Mrs.Bennet’s eyes sparkled.-A gentleman and a stranger! It is Mr. Singly, Iam sure. [4; 63]
e.g.:(Mr. Bingley) What think you of books? said he, smiling.
Jane.Books-Oh! no. I am sure we never read the same, or not with the samefeelings! [4; 97].
e.g.:Mrs. Bennet. I cannot bear to think that they should have all this estate. Ifit was not for the entail, I should not mind it.
Mr.Bennet. What shouldnot you mind?
Mrs.Bennet. I should not mind anything at all. [4; 135]
e.g.:Lady Catherine. Has your governess left you?
MissBennet. We never had any governess.
LadyCatherine. Nogoverness. How was that possible?
Fivedaughters brought up at home without a governess! I never heard of such athing. Your mother must have quite a slave to your education. [4; 168].
e.g.:(Colonel Fitzwilliam) «We are speaking of musik, madam,» said he, when tolonger able to avoid a reply. Lady Catherine. Of music! Then pray speakaloud. It is all subjects my delight… [4; 176]
Examplesfrom Wilkie Collins. The Women in White.
e.g.:The Count. Gently, Percival-gently! Are you insensible to the virtue of LadyClyde?
SirPercival. That for the virtueof Lady Clyde! I believe in nothingabout her but her money… [2; 298]
e.g.:Mr. Fairlie…. Inexpressibly relieved, I am sure, to hear that nobody is dead.Anybody ill? «…Anybody ill?»– I repeated (Frederick)… [2; 315]
e.g.:«Where are you going? He (Sir Percival) said to Lady Glade.
«ToMarian's room,» she answered.
«Itmay spare you a disappointment», remarked Sir Percival, «if I tell you at oncethat you will not find her there.»
«Notfind her there!»
«No.She left the house yesterday morning with Fosco and his wife.» [2; 342]
Examples fromCharles Dickens. Our Mutual Friend.
e.g. «Are my feathers so very much rumpled? said Eugene,coolly going up to the looking-glass. «They are rather out of sorts. Butconsider. Such a night for plumage!
«Sucha night? repeated Mortimer. «What became of you in the morning?» [5;167]
e.g.:«Now, Lammle, «said fascination Fledge by, calmly feeling for his whisker, «itwon’t do. I won’t be led into a discussion. I can’t manage a discussion. But Ican manage to hold my tongue.»
«Can?«Mr. Lammle fell back upon propitiation.» I should think you could! Why, whenthese fellows of our acquaintance drink, and you drink with them, the moretalkative they get, the more silent you get. The more they let out, the moreyou keep in». [5; 252].
Echoutterances are recapitulatory echo questions, explicatory echo questions andecho exclamations. They repeat as a whole or in part what has been said byanother speaker. They may take the form of any utterance or partial utterancein the language. The stylistic purpose is to express irony, sarcasm,incredulity, doubt, astonishment, amazement, confusion, wonder, or merely tofill in a conversational gap.
STYLISTIC POTENTIAL OF THE CONTINUOUS TENSE
1. Expression of anger or irritation with adverbs such «always,every time, continually, constantly, forever»:
e.g.«I am astonished, «said Miss Bingley,» that my fattier should have left sosmall a collection of books. What a delightful library you have at Pemberley,Mr. Darcy!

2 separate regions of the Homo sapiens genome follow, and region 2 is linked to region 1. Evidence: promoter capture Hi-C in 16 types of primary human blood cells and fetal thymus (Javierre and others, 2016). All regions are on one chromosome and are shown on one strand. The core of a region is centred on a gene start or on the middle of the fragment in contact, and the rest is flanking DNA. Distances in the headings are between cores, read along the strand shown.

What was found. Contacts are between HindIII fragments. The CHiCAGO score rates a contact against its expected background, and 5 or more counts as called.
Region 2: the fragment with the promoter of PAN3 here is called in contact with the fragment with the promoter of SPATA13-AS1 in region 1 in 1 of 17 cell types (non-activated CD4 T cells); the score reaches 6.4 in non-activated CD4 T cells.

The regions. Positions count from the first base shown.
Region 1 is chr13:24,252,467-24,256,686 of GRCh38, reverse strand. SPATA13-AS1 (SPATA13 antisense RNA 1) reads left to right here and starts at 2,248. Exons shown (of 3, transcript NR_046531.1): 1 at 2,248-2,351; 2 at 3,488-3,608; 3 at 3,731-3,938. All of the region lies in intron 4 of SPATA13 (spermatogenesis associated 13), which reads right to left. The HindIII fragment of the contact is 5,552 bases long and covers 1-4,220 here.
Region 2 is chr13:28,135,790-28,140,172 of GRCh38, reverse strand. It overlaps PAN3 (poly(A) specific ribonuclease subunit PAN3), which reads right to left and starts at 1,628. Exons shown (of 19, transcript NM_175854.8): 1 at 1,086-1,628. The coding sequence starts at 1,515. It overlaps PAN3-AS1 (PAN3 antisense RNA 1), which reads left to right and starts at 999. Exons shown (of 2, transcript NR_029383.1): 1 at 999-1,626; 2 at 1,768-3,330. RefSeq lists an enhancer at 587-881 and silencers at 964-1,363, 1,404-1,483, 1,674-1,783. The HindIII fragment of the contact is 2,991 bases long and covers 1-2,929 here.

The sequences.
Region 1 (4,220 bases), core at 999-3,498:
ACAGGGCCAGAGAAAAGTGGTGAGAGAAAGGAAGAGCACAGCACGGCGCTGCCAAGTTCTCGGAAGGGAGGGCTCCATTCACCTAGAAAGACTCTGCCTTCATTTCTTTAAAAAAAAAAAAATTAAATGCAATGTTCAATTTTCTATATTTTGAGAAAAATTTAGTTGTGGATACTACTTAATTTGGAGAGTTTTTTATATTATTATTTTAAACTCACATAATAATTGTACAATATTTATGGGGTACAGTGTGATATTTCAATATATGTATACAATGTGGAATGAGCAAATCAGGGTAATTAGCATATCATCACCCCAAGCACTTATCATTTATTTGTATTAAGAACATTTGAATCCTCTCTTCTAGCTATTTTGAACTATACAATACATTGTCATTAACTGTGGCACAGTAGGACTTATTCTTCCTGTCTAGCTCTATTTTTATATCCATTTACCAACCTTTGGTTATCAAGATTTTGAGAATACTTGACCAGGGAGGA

«Itout to be good, «he replied,» it has been the work of many generations».
«Andthen you have added so much to it yourself, you are ALWAYS buying books.»
«Icannot comprehend the neglect of a family library in such days as these.» «Neglect!.»
[JaneAusten. Pride and Prejudice. 4; 38].
e.g.«Indeed, «replied Elizabeth,» I am heartily sorry for him; but he has otherfeelings, which will probably soon drive away his regard for mee. You do notblame me, however, for refusing him?»
«Blameyou! Oh, no.»
«Butyou are ALWAYS blaming me for having spoken so warmly of Wickham?» «No…» [J. Austen, 4;227].
NOTE: Incombination with always, continually, or forever, the progressive loses itssemantic component of «temporariness» The speaker seems to suggest that «buyingbooks» or «blaming me» are an irritating or deplorable habits.
e.g.: He is CONTINUALLY complaining about the noiseBill is ALWAYS /CONTINUALLY / FOREVER working late at office.
[R.Quirk, 28; 199, 543].
2. Future arising from present arrangement, plan,programme:
e.g.: «A fine evening, Miss Peecher», said the master.
«Afine evening, Mr. Headstone», said Miss Peecher. «Are you taking walk?»
«Hexamand I are going to take a long walk».
[Ch.Dickens. Our Mutual Friend, 5; 206].
e.g.:He (Sir Percival) stopped, and appeared to notice, for the first time, that wewere in our walking costume. «Have you just come in?» he asked, «or were justgoing out?»
«Weare all thinking of going to the lake this morning», said Laura. «Butif you have any other arrangement to propose»
«No,no», he answered hastily. «My arrangement can wait…» [W. Collins, 2; 203].
e.g.:«If you think I might risk it, Miss, I’d like to slip round to my dentist.» – Oh!what race is being run this afternoon, then, topping?» [Galsworthy, 29; 145].
e.g.:Brain said to his cousin, «I’m signing on as well in a way, only forlife.» I’m getting married».
Bothstopped walking. Bert took his arm and stared,
«I’m.To Pauline. [Sillitoe, 29; 144].